By Matt Pfrommer, Princeton Mortgage Wholesale
Predatory lending, a term usually reserved for counties around Chicago, is popping up in New York of all places. New York has one of the highest costs of living in the country paired with high demand for property that makes the real estate market very competitive. Some homeowners may not be able to afford large down payments or the inflated real estate prices so may look to rent-to-own or lease-to-own contracts to make their dream of home ownership real. The New York Department of Financial Services (NYDFS), however, is cautioning consumers about possible predatory lending on rent-to-own or lease-to-own contracts as they may be misleading the borrower.
Many rent-to-own properties that the NYDFS are seeing have issues that need to be resolved in order to make them habitable. Investors are buying distressed properties and then entering into rent-to-own contracts with tenants who are the ones doing the actual work to improve the property. This is an easy sell to the tenant because they are building sweat equity into a property with the promise that they will be able to buy it from the landlord at a later time. The tenant fixes up the home, brings taxes current, gets permits resolved, and turns the dilapidated house into a home that allows them to achieve their goals. This all sounds great, but the issues come down to the specifics in the contracts that tenants are signing (or missing).
The main issue that the NYDFS is focusing on is the rights of the consumer. Many rent-to-own contracts leave out the basic consumer protections that are found in traditional leases or mortgage transactions. Companies are putting verbiage into their rent-to-own contracts that make it mandatory for the borrowers to complete the required updates on the home within a certain amount of time. During this time, they are collecting the rent while forcing the tenant to pour money into the house. If the tenant does not complete the work within the timeframe required in the contract, the tenant is evicted and the landlord can then put another tenant into the property to pick up where the last one left off and start the cycle all over again. The landlord has collected rent all this time while having someone else foot the bill for fixing up their dilapidated property and the NYDFS is warning consumers of these pitfalls and letting them know they have rights. Without the safeguards, this deceptive practice is causing some to lose not only their homes, but also their savings that they want to use to grow their family.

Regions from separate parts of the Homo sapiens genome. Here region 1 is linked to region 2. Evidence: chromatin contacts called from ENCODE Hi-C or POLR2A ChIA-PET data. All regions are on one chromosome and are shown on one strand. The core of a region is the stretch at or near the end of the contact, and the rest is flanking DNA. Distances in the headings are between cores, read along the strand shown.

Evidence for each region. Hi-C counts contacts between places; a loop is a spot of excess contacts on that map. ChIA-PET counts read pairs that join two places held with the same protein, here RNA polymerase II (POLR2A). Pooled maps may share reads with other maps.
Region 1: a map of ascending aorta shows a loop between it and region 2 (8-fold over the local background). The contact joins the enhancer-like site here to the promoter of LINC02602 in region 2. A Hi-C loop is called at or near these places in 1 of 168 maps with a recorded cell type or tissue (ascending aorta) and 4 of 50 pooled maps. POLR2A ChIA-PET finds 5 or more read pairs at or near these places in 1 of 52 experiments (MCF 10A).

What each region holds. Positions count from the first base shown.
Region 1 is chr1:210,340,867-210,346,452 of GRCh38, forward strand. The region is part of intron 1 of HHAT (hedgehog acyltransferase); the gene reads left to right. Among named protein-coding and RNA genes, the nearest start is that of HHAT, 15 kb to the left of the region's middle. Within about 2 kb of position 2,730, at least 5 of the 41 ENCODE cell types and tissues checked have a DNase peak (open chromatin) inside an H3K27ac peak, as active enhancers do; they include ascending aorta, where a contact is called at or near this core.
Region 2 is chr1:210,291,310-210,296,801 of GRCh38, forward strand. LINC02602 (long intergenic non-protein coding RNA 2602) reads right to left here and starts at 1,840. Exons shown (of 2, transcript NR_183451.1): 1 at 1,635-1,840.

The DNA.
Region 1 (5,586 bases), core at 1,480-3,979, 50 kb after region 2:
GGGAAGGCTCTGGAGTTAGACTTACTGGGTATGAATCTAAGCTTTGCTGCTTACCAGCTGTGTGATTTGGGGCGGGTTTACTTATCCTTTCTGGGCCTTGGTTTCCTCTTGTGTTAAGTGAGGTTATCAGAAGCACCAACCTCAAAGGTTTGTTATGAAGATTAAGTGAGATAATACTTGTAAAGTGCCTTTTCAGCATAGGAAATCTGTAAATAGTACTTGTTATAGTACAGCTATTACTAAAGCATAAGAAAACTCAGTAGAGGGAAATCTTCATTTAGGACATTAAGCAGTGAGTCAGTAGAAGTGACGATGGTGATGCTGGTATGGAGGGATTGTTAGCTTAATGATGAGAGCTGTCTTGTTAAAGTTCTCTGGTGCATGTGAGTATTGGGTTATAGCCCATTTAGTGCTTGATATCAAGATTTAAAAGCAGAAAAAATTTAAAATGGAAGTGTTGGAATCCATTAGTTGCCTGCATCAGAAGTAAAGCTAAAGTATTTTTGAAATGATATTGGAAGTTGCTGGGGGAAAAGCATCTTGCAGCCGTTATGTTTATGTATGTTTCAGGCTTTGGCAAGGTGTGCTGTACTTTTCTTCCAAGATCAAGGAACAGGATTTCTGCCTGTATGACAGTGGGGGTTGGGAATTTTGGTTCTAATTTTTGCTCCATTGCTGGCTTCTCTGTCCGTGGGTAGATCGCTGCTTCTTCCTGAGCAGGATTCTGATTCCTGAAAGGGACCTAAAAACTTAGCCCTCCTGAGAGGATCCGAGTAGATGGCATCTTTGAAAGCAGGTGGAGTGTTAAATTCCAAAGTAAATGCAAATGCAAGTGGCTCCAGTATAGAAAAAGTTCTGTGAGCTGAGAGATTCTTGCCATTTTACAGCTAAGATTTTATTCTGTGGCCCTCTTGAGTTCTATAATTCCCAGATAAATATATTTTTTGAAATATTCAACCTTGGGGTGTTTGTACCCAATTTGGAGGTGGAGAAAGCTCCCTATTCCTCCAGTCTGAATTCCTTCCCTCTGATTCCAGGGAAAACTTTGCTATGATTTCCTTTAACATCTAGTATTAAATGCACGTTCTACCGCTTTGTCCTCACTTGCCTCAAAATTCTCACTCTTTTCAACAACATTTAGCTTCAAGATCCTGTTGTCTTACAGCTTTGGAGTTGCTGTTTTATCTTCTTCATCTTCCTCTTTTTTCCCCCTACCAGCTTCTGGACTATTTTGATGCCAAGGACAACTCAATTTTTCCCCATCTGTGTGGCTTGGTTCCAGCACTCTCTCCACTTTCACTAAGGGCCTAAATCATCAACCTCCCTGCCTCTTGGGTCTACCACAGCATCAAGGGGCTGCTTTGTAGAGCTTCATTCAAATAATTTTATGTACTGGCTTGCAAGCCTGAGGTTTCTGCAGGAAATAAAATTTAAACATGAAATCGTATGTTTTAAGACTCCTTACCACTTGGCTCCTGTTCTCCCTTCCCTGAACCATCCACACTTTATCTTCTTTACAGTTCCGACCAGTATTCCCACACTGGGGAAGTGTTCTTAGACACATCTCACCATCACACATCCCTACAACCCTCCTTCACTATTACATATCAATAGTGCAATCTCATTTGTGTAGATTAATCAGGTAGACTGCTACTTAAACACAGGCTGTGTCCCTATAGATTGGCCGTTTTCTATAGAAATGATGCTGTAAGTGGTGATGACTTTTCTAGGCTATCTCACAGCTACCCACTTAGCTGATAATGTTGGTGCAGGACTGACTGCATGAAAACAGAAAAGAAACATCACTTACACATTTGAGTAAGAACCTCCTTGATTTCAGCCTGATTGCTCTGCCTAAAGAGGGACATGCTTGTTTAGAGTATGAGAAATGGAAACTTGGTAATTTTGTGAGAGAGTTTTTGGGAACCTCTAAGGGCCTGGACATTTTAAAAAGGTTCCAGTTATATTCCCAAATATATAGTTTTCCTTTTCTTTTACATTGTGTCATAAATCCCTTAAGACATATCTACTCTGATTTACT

I know we talked about greed in a recent blog post, but it still blows my mind that there are so many schemes out there to prey on the naivety of homeowners and those aspiring to own their own home one day. The CFPB and Dodd-Frank have changed how we do everything in our industry, but there are always those out there trying to skirt the rules and stick it to the consumer for personal gain. We think about these rules as burdensome and tedious, but in the end, they are designed to be looking out for the best interest of the consumer. I may not like that we changed the HUD into the CD (just as I was getting to know it….) but if it creates an environment where the consumer is more knowledgeable and better protected from those trying to make a quick buck, I say bring on the rules.
Photo by Dimitar Belchev on Unsplash
The opinions expressed in this post are the sole view of the writer and do not reflect the opinion of Princeton Mortgage Corporation.